US-Japan M&A Trends Explored at Tokyo Roundtable

Japanese acquirers see opportunities to boost their investments in US companies

December 04, 2012

Latham & Watkins, in conjunction with The Mergermarket Group, hosted a seminar on 4 December, 2012 to review trends in mergers and acquisitions activity between Japan and the United States.  In particular, a panel of experts explored why corporate Japan is looking abroad for new vitality and seeing opportunities in the United States, where factors such as the pace of the US economic recovery and the strong yen have created bargain opportunities.

The seminar was attended by 65 executives who heard about current market trends from the perspective of both Japanese and US parties, and across key industry sectors such as technology, life sciences, manufacturing, consumer and retail.

Michael Yoshii, partner and local Chair of the firm’s Corporate Department in Tokyo, observed: “For their part, Japanese business leaders are breaking with traditional buying trends and setting their sights on new industries within the diverse US economy.”

The panel was introduced by Tokyo-based corporate partner Hiroki Kobayashi, and included US-based Latham M&A partners Paul Tosetti from Los Angeles and Cary Hyden from Orange County, California, both who have advised on numerous trans-Pacific deals over the years. The roundtable also featured three notable market experts: Shinya Hanamura, Head of Advisory Group at Mizuho Securities Company; James Katzman, Head of Mergers & Acquisitions – USA West Coast at the Investment Banker Division of Goldman Sachs; and Yoshihiko Yano, Head of Mergers & Acquisitions – Japan at the Investment Banker Division of Goldman Sachs.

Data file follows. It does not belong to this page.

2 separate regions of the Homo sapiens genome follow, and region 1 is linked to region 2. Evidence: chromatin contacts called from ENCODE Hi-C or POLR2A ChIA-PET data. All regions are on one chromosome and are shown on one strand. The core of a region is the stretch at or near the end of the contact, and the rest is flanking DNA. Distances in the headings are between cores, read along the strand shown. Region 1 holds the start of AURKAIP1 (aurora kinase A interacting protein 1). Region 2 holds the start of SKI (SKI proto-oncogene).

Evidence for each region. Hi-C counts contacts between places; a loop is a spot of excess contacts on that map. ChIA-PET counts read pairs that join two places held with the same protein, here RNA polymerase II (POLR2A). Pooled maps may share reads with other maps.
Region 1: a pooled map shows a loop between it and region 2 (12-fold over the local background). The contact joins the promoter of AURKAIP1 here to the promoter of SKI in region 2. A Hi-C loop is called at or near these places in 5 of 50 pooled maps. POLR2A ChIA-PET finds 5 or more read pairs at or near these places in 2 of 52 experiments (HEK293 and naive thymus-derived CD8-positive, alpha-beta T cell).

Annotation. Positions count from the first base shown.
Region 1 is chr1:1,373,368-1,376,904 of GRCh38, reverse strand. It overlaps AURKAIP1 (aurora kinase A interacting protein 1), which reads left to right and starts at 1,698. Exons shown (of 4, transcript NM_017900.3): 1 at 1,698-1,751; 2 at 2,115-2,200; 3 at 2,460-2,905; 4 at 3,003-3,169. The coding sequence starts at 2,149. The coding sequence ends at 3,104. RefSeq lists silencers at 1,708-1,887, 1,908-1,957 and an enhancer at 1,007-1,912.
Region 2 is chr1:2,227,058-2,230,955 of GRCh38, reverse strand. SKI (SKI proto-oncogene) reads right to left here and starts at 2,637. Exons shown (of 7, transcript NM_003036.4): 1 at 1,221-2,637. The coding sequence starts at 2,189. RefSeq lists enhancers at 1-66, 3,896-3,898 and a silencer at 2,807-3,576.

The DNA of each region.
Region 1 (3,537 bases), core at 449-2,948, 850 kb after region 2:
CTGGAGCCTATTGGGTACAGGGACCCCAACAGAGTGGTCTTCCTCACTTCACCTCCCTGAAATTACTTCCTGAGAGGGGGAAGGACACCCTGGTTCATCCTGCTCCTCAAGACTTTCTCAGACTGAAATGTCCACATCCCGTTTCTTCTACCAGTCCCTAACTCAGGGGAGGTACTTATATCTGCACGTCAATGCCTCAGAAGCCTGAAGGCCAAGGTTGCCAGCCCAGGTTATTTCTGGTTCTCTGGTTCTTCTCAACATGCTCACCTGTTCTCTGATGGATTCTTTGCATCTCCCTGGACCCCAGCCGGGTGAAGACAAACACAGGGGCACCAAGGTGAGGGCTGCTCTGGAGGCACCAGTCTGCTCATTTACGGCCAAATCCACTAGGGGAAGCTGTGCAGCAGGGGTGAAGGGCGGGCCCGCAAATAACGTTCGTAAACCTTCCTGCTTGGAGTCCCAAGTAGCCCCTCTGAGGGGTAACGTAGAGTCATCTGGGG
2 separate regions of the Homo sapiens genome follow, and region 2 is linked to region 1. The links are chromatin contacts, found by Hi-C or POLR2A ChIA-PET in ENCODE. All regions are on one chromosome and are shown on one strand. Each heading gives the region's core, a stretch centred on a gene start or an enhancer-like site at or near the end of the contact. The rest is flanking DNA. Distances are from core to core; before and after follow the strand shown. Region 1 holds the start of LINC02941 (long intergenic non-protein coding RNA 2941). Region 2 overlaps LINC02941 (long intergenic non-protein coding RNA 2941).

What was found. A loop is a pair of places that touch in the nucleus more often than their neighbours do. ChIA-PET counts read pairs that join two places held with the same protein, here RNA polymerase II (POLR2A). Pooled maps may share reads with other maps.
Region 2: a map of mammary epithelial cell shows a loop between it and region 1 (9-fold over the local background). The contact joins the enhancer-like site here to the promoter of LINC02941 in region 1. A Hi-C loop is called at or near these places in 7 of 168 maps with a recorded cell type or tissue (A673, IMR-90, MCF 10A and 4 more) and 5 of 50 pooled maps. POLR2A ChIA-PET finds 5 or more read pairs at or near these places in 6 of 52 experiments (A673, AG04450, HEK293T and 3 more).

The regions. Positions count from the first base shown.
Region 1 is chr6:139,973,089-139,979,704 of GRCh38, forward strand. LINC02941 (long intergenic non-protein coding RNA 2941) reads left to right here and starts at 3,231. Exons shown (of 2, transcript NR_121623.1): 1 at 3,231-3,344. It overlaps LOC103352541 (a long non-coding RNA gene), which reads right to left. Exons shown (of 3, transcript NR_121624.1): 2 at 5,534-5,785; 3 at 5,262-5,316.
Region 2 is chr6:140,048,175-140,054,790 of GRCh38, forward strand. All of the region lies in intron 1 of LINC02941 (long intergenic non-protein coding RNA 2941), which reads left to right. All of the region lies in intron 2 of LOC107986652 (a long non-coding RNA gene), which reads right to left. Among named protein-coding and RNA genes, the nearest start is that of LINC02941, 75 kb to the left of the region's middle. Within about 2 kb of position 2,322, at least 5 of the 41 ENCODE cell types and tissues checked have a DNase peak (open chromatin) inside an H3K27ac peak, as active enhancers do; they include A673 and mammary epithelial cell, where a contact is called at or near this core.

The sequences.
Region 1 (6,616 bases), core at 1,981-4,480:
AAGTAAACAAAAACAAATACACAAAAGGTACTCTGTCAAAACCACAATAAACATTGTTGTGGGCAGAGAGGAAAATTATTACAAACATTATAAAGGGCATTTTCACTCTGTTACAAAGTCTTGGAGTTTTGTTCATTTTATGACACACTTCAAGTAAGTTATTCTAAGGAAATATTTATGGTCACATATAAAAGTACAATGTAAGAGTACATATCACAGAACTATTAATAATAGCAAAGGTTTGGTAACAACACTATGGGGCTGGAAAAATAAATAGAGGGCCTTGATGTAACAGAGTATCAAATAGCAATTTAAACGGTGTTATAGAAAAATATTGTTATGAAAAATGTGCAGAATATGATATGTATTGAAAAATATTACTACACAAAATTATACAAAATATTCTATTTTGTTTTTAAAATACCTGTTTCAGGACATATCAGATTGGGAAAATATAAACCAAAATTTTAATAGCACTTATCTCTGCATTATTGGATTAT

“This event demonstrated the keen interest on both sides of the Pacific to maximize opportunities that can support robust economic activity in Japan and the US,” said Paul Tosetti, who moderated the roundtable. “Cross-border deals always have unique challenges, from addressing the various regulatory regimes to cultural differences that might need to be bridged.  While those challenges still exist for Japan-US transactions, there is a long history of deals and a framework for executing them that make me optimistic that a greater wave of deal activity is developing – which can be very positive for both countries.”

Cary Hyden commented: “Business sectors such as technology, life sciences, consumer and retail are helping to drive the latest deal activity. There are great synergies between the Japanese and US economies, both of which are looking to expand such growth industries and to invest wisely in long-term business prospects.”

The panel discussion covered a range of topics, including:

  • The US business landscape and the rationale for Japanese investments in US companies
  • Financing methods being employed by in trans-Pacific acquisition deals
  • Business sectors in Japan that are expressing the most interest in cross-border M&A Ways in which merged companies are bridging economic and cultural gaps
  • The dominant human resources issues post-acquisition, and how Japanese companies intend to realize global synergies

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